Almond, Kevin (2013) The Forties Effect: An Appraisal of the Definitive 1940’s Look and its Influence on Fashion. International Journal of Costume and Fashion, 13 (2). pp. 79-92. ISSN 2288-7490

This article explores 1940’s fashion. Much has been documented about the huge influence
Dior’s 1947 New Look had on fashionable clothing, as the industry conspired to reinvent itself as an
economic and cultural power after World War II. The introduction of highly feminised and luxurious
styles reinstated fashion as a viable concern globally and has arguably been recognised as the defining style of the 1940’s. During World War II the fashion system of design, manufacture and export within the western world, virtually ceased. Many dress historians (Arnold, 2008; Breward, 1997; Guenther,2004; McDowell, 1997; Robinson, 1976; Taylor, 1992; Steele, 1998; Veillon, 2002; Walford, 2008;
Wilson & Taylor; 1989) have suggested that fashion ideas froze from 1939 to 1947. Deeper research identifies that during this period of style and trend starvation, many diverse and interesting design ideas arose from the restrictions imposed and Veillon (2002, p.145), has suggested that this period instigated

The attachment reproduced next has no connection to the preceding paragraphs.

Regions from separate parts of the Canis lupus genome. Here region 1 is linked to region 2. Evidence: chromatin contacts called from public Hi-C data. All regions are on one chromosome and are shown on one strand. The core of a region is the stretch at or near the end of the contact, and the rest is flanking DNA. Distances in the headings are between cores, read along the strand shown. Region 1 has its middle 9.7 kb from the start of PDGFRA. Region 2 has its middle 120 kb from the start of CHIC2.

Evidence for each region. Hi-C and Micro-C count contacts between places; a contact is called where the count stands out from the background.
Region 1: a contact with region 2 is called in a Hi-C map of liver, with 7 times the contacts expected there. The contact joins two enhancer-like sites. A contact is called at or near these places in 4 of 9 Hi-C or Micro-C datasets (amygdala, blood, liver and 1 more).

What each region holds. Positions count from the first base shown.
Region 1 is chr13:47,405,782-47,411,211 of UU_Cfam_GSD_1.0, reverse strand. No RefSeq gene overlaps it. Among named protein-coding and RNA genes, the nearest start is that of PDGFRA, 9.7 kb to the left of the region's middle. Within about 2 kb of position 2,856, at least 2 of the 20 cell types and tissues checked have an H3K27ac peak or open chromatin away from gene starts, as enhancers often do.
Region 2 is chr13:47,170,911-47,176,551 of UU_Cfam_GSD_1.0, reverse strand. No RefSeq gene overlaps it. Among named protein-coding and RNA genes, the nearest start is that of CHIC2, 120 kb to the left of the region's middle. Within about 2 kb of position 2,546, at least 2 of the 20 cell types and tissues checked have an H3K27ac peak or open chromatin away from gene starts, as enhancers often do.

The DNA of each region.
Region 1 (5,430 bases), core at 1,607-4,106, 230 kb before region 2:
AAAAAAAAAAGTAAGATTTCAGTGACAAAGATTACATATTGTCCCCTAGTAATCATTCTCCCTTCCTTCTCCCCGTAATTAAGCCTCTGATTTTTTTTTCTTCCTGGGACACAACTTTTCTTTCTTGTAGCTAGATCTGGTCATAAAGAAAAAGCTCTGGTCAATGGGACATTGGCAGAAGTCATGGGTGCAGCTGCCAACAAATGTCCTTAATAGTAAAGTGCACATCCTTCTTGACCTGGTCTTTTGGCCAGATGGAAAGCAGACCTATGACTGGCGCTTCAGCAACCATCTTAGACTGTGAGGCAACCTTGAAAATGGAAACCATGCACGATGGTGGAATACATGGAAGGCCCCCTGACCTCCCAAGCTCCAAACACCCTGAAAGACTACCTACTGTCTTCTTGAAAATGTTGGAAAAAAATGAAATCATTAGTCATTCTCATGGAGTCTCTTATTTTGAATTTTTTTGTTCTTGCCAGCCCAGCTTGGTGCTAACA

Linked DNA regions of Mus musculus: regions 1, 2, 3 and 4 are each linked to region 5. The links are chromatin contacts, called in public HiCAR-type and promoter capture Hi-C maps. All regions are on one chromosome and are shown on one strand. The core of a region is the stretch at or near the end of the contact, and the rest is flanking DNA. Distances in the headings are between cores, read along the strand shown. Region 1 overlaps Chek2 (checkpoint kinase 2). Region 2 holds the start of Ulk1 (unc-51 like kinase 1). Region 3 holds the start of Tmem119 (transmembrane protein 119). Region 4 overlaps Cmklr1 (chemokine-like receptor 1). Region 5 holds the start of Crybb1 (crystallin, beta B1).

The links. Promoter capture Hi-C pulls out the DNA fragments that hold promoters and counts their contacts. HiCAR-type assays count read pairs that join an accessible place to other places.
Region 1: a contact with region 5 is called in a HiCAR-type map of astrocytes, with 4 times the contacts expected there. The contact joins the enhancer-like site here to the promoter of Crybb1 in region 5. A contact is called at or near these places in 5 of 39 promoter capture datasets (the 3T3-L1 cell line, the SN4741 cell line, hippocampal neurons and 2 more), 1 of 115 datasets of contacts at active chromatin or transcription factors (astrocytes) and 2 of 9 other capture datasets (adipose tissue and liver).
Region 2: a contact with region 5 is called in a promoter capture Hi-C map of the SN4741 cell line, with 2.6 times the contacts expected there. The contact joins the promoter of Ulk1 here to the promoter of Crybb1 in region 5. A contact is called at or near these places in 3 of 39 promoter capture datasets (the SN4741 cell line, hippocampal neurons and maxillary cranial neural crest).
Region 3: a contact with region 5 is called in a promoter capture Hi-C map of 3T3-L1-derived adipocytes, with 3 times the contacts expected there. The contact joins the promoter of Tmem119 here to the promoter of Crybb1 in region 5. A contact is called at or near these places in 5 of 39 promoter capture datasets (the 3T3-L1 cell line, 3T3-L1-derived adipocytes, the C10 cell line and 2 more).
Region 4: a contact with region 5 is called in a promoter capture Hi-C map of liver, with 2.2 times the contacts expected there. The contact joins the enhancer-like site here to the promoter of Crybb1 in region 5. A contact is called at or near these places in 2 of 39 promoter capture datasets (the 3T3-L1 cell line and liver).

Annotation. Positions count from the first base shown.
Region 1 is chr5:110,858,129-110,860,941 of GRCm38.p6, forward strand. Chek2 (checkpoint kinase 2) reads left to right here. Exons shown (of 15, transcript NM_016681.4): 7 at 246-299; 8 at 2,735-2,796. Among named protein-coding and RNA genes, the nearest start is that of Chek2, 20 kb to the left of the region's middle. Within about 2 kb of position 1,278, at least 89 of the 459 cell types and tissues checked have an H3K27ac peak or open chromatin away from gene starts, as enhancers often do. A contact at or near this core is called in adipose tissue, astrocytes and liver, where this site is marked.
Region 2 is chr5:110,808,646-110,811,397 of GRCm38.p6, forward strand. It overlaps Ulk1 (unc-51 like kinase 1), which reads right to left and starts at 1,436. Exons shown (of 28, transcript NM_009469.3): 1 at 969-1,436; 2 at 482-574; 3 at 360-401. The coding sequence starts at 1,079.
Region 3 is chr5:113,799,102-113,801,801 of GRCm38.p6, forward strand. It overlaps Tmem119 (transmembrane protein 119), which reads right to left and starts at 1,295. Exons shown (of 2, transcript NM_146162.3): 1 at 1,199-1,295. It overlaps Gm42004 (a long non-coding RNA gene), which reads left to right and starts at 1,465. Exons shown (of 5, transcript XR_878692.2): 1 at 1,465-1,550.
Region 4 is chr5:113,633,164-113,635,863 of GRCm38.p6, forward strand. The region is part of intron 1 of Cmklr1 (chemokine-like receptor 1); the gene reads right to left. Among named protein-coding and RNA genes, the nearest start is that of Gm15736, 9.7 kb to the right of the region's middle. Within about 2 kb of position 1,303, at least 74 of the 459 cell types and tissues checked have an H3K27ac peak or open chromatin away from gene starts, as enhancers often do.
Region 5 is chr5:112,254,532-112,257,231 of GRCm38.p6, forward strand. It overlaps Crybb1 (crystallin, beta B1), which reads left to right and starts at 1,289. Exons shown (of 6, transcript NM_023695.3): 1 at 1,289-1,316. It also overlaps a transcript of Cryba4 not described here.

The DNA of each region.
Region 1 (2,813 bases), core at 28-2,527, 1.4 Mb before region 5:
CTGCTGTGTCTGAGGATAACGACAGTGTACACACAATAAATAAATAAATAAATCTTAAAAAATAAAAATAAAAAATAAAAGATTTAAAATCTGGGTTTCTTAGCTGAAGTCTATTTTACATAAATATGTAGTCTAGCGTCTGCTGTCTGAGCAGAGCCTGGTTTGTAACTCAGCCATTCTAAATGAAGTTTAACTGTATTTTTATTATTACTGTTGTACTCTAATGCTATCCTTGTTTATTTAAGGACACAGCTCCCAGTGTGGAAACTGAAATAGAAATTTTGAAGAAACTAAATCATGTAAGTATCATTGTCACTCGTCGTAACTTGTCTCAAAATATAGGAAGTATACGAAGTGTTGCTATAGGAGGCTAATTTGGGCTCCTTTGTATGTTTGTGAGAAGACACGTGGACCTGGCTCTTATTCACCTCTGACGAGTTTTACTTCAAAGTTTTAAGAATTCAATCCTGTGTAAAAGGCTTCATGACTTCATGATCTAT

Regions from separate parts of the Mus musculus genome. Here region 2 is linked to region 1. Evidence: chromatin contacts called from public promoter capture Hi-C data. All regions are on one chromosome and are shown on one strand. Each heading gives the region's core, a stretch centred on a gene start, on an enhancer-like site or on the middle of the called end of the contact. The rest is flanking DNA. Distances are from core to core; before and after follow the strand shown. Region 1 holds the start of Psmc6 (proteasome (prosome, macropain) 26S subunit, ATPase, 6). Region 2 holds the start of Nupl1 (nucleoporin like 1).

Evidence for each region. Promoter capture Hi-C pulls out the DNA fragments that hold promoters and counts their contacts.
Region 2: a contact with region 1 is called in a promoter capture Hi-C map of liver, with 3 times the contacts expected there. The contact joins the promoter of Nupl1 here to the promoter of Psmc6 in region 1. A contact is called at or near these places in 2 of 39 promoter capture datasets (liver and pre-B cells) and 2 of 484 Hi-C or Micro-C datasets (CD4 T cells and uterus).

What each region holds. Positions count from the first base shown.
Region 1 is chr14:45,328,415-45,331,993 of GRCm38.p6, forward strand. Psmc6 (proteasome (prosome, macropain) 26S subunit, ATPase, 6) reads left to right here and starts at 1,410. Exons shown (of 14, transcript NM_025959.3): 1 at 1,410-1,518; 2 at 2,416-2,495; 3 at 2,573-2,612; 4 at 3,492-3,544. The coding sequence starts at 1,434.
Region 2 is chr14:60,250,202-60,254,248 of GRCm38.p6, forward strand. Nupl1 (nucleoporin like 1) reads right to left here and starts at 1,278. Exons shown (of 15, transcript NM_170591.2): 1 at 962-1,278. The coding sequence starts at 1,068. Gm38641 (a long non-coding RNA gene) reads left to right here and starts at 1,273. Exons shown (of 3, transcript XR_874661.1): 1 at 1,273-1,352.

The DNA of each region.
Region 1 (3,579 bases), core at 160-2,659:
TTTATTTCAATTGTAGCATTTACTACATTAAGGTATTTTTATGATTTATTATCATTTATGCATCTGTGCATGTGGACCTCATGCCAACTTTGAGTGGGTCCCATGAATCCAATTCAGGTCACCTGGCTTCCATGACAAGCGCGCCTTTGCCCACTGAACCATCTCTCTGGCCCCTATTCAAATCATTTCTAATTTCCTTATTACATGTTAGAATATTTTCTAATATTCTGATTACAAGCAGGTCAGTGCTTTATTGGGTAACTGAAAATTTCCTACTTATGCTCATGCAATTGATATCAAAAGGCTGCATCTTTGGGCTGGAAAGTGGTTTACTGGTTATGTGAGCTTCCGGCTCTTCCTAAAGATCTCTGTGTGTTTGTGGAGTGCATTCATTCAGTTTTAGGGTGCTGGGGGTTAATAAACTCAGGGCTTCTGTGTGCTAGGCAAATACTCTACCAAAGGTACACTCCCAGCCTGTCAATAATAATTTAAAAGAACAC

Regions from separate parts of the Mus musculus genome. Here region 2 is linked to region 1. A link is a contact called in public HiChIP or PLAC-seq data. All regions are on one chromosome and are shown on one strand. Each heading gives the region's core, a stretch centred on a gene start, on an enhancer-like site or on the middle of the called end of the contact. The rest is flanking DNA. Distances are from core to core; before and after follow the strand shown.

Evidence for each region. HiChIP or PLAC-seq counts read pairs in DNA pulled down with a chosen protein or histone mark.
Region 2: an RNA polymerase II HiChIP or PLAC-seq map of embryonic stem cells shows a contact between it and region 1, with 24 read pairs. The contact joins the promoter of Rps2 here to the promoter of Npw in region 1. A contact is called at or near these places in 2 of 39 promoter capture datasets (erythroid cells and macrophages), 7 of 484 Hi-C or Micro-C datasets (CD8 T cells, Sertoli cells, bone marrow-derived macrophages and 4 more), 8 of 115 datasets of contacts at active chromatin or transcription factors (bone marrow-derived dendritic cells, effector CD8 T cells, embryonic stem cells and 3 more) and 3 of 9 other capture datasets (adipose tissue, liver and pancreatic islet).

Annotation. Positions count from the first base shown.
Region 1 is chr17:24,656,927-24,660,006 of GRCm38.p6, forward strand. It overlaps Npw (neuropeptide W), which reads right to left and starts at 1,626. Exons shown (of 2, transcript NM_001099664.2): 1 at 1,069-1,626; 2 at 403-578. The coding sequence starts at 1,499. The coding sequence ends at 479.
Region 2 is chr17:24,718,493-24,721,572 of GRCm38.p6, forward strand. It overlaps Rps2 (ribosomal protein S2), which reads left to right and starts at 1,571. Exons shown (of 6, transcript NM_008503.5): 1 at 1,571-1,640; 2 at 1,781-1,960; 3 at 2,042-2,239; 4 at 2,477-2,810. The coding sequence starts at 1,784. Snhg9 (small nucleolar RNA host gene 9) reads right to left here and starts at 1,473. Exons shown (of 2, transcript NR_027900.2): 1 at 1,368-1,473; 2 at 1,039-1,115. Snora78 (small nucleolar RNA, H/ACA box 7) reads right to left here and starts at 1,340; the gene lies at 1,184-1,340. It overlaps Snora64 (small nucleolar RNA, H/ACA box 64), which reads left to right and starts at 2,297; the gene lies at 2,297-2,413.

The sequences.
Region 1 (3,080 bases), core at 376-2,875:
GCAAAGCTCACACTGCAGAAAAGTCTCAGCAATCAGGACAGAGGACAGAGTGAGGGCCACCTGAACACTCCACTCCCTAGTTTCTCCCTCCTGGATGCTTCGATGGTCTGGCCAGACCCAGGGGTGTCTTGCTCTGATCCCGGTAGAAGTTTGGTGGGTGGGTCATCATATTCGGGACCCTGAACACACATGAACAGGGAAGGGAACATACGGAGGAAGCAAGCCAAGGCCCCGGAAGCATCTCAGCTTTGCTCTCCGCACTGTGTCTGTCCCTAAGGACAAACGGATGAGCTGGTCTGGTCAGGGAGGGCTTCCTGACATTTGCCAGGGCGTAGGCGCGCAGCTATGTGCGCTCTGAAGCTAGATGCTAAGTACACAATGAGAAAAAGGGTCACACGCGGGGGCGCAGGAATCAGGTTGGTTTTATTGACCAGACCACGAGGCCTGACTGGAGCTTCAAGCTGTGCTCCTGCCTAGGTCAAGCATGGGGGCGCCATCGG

what we now identify as Street Style (Polhemus, 2010). This research investigates the diversity of design ideas produced between 1939-1947 in order to establish whether pre or post 1947 can be upheld as the definitive 1940’s look, one that
influences contemporary fashion designers and one that we identify with as a conclusive style today.

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